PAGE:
Briefly Noted: Twitter's Choice
I’ll be the first to admit that I don’t understand the specifics of what’s going on with the Musk/Twitter deal, in the sense of understanding the technicalities of possible shareholder lawsuits. I think most of us get the general picture: A massive fraud has been perpetrated. Zerohedge sketches out the unhappy alternatives that Twitter is faced with:
A number of additional thoughts occur to me.
It seems pretty obvious that Musk must have had a pretty good idea of what was going on—nobody spends that kind of money on acquiring a business without having done a deep dive into the whole business model and the sustainability thereof. He certainly had the money to do due diligence even without selling off the Tesla stock.
It also seems pretty obvious that Twitter management understood all this, which leads to the question: Who, really, is behind Twitter? Because how could this go on so long so publicly? Were the initial nonsensical attempts to thwart Musk’s purchase simply a desperate effort by Twitter management to avoid exposure?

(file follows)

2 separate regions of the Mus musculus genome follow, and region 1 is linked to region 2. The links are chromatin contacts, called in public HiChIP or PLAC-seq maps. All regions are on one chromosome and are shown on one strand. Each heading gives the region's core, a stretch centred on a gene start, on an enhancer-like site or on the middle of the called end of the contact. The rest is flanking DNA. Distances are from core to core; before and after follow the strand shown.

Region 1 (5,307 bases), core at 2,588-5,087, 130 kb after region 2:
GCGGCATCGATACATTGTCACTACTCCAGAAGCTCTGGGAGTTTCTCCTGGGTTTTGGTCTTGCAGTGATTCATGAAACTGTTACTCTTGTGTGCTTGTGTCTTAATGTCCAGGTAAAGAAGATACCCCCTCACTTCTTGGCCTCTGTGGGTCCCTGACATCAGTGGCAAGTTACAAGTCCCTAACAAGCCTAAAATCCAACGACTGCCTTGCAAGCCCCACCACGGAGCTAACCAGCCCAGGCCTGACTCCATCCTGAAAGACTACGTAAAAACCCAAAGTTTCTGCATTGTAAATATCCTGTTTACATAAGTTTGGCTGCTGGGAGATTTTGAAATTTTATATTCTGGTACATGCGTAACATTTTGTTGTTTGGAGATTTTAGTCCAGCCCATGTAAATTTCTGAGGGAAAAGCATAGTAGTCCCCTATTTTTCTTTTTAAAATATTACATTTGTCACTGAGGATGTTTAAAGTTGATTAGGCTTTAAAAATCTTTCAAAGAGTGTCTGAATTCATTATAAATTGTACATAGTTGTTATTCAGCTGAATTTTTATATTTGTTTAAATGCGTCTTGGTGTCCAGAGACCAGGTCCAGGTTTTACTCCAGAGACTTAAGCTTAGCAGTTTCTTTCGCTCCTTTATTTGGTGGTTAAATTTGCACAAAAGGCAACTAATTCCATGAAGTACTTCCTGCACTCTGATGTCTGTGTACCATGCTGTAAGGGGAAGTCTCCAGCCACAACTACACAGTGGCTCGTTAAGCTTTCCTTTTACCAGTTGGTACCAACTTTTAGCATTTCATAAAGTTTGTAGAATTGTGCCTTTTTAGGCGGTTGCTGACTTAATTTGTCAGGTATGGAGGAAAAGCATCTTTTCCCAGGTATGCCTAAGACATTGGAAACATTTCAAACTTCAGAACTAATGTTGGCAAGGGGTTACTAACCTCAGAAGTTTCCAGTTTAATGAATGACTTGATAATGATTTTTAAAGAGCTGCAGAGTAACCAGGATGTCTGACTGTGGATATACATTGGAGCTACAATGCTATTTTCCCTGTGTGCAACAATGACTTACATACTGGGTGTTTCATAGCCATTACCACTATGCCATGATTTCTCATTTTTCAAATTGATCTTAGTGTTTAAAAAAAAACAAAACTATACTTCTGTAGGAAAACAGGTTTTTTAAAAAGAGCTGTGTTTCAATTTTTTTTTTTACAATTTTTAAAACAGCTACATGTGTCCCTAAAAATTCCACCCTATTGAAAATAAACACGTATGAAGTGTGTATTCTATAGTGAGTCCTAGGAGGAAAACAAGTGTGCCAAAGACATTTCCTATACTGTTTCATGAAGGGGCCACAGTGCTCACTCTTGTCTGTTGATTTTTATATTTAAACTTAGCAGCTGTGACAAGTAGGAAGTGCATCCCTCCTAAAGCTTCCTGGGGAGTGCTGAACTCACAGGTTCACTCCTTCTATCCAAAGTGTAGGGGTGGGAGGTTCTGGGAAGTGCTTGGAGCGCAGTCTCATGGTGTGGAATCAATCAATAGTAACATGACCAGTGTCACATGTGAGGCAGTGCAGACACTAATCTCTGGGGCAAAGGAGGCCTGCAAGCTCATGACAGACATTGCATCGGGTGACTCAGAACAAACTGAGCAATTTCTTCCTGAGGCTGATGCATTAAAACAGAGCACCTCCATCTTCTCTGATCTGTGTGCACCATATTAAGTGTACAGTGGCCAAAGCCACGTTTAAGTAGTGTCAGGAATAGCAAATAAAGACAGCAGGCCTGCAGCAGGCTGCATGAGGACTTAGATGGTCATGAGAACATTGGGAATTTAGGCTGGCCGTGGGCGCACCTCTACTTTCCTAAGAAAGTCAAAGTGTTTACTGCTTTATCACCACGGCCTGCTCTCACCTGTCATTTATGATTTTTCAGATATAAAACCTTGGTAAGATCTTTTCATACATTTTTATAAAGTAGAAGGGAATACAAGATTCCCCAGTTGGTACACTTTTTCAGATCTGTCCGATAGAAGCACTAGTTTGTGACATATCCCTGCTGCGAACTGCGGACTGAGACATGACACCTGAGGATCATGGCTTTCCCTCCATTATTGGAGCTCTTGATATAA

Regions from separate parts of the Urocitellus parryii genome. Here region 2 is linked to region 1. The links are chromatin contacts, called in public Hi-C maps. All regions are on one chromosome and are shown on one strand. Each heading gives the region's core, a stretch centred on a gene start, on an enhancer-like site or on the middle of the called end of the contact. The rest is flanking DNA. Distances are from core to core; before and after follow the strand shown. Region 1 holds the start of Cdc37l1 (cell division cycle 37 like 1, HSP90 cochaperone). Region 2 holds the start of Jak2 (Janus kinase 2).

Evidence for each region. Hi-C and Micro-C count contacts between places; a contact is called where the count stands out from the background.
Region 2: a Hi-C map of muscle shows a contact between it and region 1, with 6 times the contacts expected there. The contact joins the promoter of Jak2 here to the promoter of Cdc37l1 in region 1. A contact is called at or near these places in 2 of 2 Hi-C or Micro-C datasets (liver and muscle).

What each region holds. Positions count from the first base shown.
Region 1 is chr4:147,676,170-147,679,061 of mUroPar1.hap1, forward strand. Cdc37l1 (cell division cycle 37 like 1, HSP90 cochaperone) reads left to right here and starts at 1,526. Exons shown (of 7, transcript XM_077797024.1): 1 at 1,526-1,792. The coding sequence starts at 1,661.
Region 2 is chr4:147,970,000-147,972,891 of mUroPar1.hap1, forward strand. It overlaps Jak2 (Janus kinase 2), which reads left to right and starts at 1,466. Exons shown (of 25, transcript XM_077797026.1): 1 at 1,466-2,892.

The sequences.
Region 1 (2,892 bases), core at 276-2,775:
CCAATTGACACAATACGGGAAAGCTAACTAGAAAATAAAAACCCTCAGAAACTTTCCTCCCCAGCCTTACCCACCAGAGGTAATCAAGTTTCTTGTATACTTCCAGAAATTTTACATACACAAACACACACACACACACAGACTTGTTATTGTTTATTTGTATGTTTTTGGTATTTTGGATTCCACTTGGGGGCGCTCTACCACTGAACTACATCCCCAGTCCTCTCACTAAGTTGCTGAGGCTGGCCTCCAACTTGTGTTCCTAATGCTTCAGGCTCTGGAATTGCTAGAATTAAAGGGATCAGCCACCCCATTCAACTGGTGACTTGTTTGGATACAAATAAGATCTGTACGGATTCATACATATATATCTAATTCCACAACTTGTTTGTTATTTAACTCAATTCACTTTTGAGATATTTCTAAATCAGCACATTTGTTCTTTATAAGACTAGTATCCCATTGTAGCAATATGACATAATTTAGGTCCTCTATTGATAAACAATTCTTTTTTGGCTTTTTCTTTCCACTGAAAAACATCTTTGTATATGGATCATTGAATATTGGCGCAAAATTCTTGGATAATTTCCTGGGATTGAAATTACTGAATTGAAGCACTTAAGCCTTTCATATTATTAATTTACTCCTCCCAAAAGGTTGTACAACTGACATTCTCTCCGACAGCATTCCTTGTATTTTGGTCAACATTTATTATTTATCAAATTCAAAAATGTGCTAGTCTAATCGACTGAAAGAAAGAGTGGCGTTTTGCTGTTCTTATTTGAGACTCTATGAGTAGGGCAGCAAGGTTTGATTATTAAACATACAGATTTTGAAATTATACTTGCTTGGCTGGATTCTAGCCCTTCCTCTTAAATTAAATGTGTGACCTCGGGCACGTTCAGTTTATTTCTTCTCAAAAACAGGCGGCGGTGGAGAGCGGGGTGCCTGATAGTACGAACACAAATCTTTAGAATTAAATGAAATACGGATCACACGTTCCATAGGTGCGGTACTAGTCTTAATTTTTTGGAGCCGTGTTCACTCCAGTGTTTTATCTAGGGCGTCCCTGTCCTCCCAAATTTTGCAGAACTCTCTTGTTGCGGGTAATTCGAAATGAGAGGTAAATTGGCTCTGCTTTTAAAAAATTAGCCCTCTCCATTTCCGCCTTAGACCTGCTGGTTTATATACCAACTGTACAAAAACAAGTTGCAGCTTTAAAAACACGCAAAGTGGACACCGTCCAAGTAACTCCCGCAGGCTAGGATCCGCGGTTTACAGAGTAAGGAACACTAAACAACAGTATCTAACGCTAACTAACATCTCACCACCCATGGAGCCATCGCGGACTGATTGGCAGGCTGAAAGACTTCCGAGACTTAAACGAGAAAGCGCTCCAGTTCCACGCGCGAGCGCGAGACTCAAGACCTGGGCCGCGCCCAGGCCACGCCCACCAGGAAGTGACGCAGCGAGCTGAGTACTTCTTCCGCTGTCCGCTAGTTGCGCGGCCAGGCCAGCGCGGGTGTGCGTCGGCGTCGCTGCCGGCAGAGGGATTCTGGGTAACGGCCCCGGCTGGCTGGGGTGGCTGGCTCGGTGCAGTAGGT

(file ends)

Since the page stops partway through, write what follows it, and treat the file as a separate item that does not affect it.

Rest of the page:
Was it part of Musk’s plan all along to expose the scam for what it was? And what was it? There have been rumors of government connections, that this was always about social control. All of which raises the question of Musk’s motives.
A final question: Without knowing much of anything about this area of the law, it seems wildly impossible that there would not be criminal offenses involved. Look at it this way—start with the likelihood that false statements were made to federal regulators (false statements to the government) as well as to federally insured financial institutions. Work from there.
On the other hand, there’s this out there, too, re motives:
Of course, the two possibilities don’t cancel each other out—not at first glance. At first glance, this would simply be Musk being rather clever. But what do I know about the law in these matters?
This should all prove interesting—maybe even education—as it unravels.
Let’s end on a happy note: